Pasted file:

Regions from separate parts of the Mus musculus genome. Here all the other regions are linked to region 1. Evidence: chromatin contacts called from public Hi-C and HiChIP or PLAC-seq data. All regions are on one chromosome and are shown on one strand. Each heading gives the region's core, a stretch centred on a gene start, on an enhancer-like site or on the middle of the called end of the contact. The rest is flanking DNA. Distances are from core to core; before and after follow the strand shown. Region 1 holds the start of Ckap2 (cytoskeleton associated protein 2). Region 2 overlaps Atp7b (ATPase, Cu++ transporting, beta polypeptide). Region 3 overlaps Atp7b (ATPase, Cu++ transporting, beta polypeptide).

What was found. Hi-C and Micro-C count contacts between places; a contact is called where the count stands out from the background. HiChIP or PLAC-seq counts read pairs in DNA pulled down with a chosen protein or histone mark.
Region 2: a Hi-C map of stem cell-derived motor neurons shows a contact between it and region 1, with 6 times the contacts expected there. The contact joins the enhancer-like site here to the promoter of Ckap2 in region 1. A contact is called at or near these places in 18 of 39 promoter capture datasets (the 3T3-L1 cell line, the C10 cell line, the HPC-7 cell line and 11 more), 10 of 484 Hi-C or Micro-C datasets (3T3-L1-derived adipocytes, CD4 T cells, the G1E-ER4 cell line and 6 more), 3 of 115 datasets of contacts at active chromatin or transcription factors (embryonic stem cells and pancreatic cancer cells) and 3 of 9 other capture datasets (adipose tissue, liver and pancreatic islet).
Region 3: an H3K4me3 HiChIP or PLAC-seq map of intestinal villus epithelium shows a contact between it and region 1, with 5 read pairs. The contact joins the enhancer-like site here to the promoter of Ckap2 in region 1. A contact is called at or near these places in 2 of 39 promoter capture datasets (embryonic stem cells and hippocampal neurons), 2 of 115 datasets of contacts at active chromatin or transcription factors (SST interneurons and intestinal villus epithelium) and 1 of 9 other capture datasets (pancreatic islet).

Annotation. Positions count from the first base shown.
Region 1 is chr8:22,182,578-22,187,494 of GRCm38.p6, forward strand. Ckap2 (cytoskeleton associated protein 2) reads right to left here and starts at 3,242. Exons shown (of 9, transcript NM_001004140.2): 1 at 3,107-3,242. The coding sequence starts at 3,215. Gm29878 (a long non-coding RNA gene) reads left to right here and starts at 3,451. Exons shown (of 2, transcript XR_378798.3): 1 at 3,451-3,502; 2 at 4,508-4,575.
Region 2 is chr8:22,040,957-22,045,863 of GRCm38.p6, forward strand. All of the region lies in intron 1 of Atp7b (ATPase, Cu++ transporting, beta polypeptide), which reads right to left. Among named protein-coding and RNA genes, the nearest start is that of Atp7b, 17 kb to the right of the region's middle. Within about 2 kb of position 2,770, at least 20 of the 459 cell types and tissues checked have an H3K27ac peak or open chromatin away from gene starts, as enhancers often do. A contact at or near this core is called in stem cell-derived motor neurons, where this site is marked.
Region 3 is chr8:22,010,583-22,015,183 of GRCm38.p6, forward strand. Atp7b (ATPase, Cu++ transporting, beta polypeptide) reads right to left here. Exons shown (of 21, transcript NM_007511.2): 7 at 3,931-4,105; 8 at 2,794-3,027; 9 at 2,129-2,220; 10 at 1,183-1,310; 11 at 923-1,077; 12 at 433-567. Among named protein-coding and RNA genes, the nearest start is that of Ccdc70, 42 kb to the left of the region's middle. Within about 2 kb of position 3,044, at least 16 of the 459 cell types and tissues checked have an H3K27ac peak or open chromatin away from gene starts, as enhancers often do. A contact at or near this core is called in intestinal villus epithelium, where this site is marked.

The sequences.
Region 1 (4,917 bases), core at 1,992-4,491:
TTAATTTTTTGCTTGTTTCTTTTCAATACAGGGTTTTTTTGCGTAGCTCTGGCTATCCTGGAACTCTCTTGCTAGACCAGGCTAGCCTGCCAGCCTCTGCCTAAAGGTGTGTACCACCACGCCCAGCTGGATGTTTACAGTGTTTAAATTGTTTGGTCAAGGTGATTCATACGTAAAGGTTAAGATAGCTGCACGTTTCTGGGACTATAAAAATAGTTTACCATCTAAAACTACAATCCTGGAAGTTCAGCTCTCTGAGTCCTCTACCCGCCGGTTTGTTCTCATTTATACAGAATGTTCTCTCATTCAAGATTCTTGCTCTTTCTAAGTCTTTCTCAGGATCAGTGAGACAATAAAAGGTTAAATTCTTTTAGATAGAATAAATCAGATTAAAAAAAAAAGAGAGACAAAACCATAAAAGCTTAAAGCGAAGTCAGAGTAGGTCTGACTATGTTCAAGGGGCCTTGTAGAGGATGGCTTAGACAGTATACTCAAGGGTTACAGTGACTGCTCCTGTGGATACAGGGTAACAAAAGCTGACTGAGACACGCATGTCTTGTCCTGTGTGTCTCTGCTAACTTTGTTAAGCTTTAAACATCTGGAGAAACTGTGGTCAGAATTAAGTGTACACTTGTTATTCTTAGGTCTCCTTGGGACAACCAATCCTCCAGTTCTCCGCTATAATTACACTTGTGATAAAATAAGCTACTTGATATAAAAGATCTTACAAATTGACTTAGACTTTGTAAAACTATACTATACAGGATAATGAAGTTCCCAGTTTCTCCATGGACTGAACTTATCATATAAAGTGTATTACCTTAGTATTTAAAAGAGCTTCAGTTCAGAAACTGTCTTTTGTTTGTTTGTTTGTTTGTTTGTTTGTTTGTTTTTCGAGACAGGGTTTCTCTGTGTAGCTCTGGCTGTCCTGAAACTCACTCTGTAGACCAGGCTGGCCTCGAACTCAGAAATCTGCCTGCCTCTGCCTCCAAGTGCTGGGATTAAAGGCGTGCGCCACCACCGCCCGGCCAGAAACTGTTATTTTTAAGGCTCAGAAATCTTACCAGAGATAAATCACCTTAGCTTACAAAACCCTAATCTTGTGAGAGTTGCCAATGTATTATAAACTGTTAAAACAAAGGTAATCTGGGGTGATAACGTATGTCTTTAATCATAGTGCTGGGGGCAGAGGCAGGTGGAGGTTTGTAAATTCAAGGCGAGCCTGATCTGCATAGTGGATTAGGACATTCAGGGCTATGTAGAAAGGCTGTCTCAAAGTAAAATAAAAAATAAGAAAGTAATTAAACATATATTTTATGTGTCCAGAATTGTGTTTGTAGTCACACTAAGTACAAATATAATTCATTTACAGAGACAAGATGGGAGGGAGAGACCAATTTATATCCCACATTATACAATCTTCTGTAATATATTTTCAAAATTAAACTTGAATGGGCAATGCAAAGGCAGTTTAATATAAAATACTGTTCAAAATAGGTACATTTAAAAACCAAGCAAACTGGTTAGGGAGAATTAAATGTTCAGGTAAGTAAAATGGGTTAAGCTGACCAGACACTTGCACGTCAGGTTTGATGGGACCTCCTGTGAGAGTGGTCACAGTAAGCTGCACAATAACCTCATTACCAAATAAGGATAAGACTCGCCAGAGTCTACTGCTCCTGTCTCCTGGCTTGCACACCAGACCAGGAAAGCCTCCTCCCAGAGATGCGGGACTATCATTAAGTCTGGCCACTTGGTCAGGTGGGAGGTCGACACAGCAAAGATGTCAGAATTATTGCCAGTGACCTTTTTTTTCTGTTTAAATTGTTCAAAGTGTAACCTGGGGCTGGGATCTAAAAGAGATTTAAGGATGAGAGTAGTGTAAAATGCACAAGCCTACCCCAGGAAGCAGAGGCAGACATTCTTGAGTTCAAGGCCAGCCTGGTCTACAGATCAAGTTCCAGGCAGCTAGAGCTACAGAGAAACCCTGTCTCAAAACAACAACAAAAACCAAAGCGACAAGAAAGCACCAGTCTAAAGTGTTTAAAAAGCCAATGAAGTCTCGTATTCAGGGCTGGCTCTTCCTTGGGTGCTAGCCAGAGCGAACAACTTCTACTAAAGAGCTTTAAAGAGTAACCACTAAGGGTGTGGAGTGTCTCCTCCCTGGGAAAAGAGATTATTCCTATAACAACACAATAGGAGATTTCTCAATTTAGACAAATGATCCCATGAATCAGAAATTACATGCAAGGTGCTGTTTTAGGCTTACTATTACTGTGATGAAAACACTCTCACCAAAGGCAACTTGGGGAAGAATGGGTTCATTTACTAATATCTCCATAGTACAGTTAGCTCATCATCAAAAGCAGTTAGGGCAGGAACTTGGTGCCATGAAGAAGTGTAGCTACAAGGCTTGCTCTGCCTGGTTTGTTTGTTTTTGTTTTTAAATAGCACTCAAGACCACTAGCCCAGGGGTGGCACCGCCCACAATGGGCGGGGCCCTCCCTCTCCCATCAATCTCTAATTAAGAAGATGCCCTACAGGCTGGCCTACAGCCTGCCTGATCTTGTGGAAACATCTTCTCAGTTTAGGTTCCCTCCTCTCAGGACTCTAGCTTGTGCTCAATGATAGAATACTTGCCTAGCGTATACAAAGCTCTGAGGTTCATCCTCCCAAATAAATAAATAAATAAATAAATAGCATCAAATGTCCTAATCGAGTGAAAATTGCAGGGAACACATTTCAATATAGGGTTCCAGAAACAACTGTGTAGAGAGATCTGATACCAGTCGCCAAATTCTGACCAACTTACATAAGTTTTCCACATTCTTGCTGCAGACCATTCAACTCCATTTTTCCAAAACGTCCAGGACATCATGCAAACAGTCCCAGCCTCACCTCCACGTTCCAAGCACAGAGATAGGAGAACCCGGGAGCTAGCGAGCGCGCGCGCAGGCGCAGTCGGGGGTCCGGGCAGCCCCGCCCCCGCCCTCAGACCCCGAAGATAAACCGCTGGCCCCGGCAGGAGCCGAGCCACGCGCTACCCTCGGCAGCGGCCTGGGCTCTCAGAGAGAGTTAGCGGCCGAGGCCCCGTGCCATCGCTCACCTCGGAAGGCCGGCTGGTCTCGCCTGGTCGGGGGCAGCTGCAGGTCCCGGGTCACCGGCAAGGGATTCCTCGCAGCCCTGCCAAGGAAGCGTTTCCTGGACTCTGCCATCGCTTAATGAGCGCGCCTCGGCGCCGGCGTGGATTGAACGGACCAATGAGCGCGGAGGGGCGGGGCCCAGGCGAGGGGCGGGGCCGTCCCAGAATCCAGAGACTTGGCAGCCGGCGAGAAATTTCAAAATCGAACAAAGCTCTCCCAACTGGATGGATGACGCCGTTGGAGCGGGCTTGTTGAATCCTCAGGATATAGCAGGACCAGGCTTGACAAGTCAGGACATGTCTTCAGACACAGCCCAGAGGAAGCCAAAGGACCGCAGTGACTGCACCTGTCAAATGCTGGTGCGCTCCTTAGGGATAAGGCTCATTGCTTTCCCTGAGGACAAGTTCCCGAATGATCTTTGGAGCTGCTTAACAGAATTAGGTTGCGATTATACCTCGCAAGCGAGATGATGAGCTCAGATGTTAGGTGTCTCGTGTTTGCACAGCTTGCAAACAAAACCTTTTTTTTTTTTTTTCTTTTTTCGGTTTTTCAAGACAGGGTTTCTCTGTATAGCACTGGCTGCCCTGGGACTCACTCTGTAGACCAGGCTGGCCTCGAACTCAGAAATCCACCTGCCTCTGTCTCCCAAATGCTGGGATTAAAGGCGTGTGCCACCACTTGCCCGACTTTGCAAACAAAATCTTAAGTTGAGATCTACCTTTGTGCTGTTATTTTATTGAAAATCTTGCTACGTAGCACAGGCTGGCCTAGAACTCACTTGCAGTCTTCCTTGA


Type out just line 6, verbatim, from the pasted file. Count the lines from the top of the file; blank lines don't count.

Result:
Region 1 is chr8:22,182,578-22,187,494 of GRCm38.p6, forward strand. Ckap2 (cytoskeleton associated protein 2) reads right to left here and starts at 3,242. Exons shown (of 9, transcript NM_001004140.2): 1 at 3,107-3,242. The coding sequence starts at 3,215. Gm29878 (a long non-coding RNA gene) reads left to right here and starts at 3,451. Exons shown (of 2, transcript XR_378798.3): 1 at 3,451-3,502; 2 at 4,508-4,575.